The country’s largest miner, Coal India raised prices of the fuel used to fire power plants for the first time in around 18 months triggering a rally in the company’s share prices. We take a look at why the company raised prices, and three takeaways from the move.
The country’s largest miner, Coal India raised prices of the fuel used to fire power plants for the first time in around 18 months triggering a rally in the company’s share prices. Higher prices will boost the company’s revenue by about Rs 19.56 billion in the financial year ending March 31 and annual revenue by Rs 64.21 billion, the company said in an exchange filing. The Kolkata-based state miner has raised prices of some lower grades of the fuel, while reducing those for some higher grades with effect from Jan 9, the company’s marketing director, S.N. Prasad, told Bloomberg yesterday. We take a look at why the company raised prices, and three takeaways from the move.
Reduce imports overall
Interestingly, while the company has increased prices, the price hike is still below the global market prices. “We have reduced prices of higher grades to compete with imports in line with the government’s vision to reduce imports,” S N Prasad told Bloomberg. “This year, our dispatches are about 30 million tonne more than last year. Already there are so many positives for Coal India. But the country still imports about 150 million tonne of non-coking coal and that is really not in the interest of the nation because we have so much of reserves, more than 315 billion tonne,” Gopal Singh, CMD, Coal India told ET Now adding that the incremental revenue from the move will be used for building capacity to enhance production in years to come.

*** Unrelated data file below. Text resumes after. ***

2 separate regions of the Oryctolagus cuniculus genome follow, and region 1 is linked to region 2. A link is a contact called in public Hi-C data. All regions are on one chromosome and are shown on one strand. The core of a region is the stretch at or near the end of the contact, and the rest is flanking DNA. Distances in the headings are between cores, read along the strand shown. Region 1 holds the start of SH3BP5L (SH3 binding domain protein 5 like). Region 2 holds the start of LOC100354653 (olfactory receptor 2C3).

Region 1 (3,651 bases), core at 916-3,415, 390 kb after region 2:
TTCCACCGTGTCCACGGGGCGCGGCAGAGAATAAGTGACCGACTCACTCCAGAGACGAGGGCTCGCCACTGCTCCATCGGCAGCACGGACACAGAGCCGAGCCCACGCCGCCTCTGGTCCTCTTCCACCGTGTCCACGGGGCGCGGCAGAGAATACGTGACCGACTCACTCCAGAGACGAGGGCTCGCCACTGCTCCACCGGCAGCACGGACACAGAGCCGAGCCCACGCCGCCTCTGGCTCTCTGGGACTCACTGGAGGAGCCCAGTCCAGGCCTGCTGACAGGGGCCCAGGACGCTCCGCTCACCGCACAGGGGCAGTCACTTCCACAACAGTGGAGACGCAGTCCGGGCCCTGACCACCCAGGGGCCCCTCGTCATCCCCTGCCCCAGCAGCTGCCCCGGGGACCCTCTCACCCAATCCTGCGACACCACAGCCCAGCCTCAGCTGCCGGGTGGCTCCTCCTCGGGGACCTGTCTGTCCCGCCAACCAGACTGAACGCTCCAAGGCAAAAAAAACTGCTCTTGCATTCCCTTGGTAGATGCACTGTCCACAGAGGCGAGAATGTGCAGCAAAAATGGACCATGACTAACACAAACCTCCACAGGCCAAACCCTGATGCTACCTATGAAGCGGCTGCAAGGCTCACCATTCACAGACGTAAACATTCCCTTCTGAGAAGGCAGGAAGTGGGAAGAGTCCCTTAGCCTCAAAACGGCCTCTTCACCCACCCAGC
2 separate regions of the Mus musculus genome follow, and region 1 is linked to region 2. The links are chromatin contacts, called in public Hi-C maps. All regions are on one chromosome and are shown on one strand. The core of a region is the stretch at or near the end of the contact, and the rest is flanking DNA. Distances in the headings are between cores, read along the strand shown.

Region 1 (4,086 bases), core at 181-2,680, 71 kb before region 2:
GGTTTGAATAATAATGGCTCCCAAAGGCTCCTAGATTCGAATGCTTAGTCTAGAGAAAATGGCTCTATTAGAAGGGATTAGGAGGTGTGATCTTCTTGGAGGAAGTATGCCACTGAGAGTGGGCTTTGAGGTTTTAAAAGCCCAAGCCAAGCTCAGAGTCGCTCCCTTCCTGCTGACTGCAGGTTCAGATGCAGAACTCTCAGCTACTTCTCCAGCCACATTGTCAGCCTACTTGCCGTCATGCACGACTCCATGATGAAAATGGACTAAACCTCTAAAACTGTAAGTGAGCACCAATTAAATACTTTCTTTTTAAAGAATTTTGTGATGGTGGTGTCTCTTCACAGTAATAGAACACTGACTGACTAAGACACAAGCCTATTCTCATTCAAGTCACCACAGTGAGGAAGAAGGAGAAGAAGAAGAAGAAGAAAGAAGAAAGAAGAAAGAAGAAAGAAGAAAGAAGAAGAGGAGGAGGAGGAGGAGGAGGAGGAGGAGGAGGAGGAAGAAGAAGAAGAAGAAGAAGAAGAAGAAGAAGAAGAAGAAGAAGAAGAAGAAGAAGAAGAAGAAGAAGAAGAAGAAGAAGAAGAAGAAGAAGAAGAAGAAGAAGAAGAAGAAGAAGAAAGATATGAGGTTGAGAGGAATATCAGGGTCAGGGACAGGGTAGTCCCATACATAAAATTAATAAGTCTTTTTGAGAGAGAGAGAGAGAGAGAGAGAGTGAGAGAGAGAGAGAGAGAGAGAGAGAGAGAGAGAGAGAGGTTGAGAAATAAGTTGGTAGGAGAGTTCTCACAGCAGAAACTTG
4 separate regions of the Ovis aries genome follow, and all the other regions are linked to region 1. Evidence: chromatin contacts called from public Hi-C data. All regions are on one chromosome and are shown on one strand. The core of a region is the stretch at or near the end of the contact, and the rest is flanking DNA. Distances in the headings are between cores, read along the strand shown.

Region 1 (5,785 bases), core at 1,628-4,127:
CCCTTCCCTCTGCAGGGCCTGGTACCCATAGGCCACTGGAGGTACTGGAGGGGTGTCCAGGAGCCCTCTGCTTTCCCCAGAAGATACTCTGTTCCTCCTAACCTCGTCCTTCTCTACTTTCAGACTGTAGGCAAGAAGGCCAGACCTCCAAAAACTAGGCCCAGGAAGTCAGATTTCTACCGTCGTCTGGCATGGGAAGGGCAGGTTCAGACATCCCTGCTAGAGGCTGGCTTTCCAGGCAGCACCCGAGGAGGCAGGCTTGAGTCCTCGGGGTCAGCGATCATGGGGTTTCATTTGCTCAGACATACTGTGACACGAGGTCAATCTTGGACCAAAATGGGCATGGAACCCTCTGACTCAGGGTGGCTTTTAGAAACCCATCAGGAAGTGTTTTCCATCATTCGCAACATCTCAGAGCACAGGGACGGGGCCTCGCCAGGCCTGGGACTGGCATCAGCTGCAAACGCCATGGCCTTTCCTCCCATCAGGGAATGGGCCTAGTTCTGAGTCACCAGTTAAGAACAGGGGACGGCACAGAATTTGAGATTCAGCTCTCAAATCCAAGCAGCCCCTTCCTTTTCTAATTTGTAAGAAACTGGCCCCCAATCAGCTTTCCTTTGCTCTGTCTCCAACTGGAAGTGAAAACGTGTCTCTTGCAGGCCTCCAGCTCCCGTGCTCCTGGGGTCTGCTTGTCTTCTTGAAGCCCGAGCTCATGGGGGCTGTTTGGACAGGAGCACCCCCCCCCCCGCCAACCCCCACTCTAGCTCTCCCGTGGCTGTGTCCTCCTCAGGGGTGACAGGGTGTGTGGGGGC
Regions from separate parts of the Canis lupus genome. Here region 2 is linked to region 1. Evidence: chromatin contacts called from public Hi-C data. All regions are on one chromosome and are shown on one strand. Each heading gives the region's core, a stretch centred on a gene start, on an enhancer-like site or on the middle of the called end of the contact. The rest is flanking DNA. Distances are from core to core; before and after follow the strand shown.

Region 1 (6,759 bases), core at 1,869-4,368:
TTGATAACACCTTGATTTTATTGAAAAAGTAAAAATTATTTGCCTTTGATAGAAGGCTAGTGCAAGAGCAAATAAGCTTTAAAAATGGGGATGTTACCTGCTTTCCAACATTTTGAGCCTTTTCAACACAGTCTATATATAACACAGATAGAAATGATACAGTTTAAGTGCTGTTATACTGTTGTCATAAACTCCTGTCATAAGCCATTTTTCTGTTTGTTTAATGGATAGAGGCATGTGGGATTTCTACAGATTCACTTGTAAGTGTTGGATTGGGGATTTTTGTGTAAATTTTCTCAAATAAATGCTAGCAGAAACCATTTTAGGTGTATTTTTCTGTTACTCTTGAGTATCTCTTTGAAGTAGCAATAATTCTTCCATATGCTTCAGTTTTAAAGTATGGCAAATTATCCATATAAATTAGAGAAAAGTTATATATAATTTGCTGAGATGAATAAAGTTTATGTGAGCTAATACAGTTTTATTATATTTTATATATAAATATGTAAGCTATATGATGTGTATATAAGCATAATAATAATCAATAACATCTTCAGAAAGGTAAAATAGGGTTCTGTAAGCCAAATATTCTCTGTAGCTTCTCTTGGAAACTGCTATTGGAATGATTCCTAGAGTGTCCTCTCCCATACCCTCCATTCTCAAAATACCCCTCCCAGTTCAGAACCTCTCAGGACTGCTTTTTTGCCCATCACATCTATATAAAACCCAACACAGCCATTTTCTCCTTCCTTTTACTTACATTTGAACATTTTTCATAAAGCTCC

Rising staff costs
The company is expecting a 10% rise in the salary costs in the current year. “We are estimating our cost on account of payment to salary to our employees will increase by about 10%. Last year, it was Rs 33,000 crore. This year we are estimating about 10% increase and that will be taken care of. We are going for capacity building and adopting the environment friendly measures, so we require the fund,” Gopal Singh, CMD, Coal India told the channel.
Increased transparency and simpler mechanism
The move aims to make the coal price-setting mechanism simpler and more transparent, and the company has changed the entire pricing policy. “Talking about global prices, we are aware of the fact and we have given a heavy discount varying from 44% to 64% because that is in the interest of the nation. If we increase the prices to that extent, then somewhere consumers suffer, the nation suffers. Our objective and the priority of the government is to provide reliable and affordable power to all. In line with that objective, we have not increased the prices to that level. We have rationalised it to make it more transparent,” Gopal Singh, CMD, Coal India told in the same interview.
Sharing details of the new pricing policy, he said, “Earlier, it used to be band-based pricing. Each band used to be of 300 kilo calories. Now our pricing system will be based on rupees per unit calorific value of the coal. For example, earlier, a consumer used to pay for coal worth 6700 kilo calories but actually get 300 kilo calories lesser value. With the present system, in the 300 kilo calories band, he will be saving about Rs 144 per tonne, which is huge.”